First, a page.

| 15 April 2024, Monday |

U.N. urged to restore scrutiny of war crimes in Yemen

On Thursday, activist organizations urged the United Nations General Assembly to establish a new panel of independent experts to gather and preserve evidence of probable war crimes committed by all sides in Yemen’s terrible conflict for future prosecution.

In a humiliating loss for Western powers, Bahrain, Russia, and other members of the United Nations Human Rights Council pushed through a resolution in October to end its war crimes investigations in Yemen.

In a joint statement, 60 organizations, including Human Rights Watch and Amnesty International, asked for a new probe and accused Saudi Arabia and the United Arab Emirates of a “aggressive lobbying effort” to derail the Geneva-based expert panel established four years ago.

More than 100,000 people have been dead and 4 million have been displaced as a result of the war, which has been highlighted by air attacks led by the Saudi-led coalition as well as shelling and rockets launched by Iran-aligned Houthi forces.

After the Houthis deposed the internationally recognized government in the capital, Sanaa, in 2014, the Saudi-led Sunni Muslim coalition intervened in Yemen in March 2015.

“For far too long, parties to the war in Yemen, including Saudi Arabia and Houthi forces, have committed crimes with impunity,” said Amnesty International Secretary-General Agnes Callamard during a news conference.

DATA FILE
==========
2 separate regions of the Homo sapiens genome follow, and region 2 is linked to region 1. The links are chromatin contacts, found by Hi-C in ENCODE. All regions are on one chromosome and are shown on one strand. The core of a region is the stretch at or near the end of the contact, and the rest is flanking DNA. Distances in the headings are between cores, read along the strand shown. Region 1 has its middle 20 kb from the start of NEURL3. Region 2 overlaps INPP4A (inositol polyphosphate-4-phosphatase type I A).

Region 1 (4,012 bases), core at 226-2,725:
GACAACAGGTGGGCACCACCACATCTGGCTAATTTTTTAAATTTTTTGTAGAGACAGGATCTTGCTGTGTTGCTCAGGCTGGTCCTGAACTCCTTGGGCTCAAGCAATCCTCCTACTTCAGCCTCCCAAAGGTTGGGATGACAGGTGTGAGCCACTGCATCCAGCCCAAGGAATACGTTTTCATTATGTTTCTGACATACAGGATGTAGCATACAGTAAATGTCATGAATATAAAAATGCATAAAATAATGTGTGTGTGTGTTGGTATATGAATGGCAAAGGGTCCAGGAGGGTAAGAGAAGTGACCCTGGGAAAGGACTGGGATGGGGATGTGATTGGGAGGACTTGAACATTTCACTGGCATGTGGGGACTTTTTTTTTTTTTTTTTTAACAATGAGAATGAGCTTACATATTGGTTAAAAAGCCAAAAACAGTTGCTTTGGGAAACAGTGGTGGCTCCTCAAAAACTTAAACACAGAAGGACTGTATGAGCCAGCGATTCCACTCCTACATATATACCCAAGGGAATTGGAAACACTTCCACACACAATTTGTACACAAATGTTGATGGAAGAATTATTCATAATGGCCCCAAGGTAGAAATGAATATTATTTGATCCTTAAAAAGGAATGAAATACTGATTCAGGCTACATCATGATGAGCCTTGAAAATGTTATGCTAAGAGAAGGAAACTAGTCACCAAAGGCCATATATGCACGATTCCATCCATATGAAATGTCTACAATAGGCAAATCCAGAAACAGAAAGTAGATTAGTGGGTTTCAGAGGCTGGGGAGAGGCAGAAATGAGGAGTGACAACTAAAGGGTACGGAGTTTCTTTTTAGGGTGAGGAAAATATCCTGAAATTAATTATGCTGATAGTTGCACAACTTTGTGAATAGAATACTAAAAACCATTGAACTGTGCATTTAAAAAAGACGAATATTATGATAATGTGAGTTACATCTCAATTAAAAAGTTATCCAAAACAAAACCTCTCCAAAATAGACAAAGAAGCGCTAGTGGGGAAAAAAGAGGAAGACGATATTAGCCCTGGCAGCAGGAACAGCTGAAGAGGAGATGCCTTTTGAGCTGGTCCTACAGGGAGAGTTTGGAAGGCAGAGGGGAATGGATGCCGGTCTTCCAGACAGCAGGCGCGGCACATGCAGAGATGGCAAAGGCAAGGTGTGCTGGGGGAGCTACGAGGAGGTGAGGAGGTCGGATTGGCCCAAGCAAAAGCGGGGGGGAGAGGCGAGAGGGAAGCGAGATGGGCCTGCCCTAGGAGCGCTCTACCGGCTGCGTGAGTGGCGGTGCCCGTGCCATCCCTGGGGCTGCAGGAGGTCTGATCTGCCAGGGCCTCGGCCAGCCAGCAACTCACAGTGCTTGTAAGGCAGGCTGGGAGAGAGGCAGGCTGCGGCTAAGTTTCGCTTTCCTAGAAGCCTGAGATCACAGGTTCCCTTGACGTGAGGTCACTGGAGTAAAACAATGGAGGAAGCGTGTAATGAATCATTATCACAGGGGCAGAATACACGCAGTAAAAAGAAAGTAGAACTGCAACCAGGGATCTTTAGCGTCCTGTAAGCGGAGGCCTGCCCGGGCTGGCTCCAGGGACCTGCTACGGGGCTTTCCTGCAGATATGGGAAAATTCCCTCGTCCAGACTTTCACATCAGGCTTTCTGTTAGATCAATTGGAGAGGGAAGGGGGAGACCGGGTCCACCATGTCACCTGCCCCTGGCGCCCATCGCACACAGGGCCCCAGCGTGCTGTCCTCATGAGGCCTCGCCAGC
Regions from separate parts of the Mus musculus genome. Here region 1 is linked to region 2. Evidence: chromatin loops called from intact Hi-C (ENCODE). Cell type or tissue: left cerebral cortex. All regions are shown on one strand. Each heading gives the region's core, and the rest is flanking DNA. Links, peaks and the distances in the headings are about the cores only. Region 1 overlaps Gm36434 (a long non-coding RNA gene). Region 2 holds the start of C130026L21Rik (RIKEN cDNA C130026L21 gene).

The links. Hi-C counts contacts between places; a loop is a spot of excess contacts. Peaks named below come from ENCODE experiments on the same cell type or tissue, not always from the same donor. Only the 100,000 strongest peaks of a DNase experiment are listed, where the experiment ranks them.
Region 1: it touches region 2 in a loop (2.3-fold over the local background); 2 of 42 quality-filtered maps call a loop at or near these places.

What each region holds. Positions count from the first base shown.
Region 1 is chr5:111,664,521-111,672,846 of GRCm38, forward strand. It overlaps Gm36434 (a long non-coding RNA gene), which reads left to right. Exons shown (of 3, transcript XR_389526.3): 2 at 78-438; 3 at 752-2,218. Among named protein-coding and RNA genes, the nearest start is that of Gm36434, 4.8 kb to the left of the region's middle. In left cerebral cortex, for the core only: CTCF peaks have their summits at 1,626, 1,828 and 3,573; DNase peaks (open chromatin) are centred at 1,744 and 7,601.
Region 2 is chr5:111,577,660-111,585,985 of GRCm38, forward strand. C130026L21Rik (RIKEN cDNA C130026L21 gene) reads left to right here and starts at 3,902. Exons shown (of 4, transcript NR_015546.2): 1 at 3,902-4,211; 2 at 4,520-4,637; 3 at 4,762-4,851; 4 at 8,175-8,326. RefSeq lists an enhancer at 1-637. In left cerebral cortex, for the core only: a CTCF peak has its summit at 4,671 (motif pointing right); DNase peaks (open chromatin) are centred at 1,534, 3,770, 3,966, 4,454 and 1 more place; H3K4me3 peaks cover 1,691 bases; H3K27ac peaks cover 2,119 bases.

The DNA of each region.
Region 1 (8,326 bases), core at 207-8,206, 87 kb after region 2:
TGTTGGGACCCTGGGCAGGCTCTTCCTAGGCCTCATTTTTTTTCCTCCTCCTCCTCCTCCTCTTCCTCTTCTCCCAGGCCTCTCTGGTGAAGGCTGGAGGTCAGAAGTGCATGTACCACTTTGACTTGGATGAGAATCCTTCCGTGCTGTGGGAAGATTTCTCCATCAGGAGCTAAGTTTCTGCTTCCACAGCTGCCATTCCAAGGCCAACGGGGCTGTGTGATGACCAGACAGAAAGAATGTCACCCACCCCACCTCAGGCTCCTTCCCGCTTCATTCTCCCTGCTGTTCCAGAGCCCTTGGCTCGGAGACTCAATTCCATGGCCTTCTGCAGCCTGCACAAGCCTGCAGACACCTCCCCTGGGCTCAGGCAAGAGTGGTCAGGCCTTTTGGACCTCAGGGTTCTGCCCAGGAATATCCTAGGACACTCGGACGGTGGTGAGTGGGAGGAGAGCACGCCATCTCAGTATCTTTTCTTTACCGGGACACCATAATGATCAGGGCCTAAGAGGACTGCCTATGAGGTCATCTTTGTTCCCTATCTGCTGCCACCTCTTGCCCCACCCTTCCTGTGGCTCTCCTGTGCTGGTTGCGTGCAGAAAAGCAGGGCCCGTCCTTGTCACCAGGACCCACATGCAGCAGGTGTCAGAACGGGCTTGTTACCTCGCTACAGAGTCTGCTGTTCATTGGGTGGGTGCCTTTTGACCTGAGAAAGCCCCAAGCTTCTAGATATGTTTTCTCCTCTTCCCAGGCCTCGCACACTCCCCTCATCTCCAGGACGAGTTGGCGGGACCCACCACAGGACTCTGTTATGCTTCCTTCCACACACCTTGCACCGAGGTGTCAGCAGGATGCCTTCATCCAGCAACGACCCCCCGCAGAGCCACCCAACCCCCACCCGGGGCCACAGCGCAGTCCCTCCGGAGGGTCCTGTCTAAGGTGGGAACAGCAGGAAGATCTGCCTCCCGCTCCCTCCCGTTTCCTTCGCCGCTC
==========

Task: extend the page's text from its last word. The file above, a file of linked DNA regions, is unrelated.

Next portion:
She said that the UN had failed the Yemeni people, who had been subjected to years of well-documented misery.

“Bullying, bribery, and system corruption have won the day,” Callamard stated. “Saudi Arabia and the United Arab Emirates, together with their friends, openly and forcefully pressured nations through their capital cities to get rid of the Group of Eminent Experts.”

Requests for response were not immediately responded to by the Saudi government communications center.

“Yemen suffers from a lethal lack of accountability. This is due to the Saudi government’s abolition of the only extant mechanism “Human Rights Watch’s executive director, Ken Roth, said

So we’d want to see General Assembly action within the next month or two; this is something that needs to happen quickly.”

According to Roth, Saudi officials “bribed, bullied, and arm-twisted” member states of the Human Rights Council in order to oppose the resolution.

The groups provided no evidence to back up their charges of bribery and bullying.

However, Roth, repeating statements made by Western diplomats in Geneva, claimed Saudi authorities had told Indonesia and probably other Muslim majority nations that if they wanted their people to be able to do the Haj pilgrimage in Mecca, they should vote against the inquiry.

  • Reuters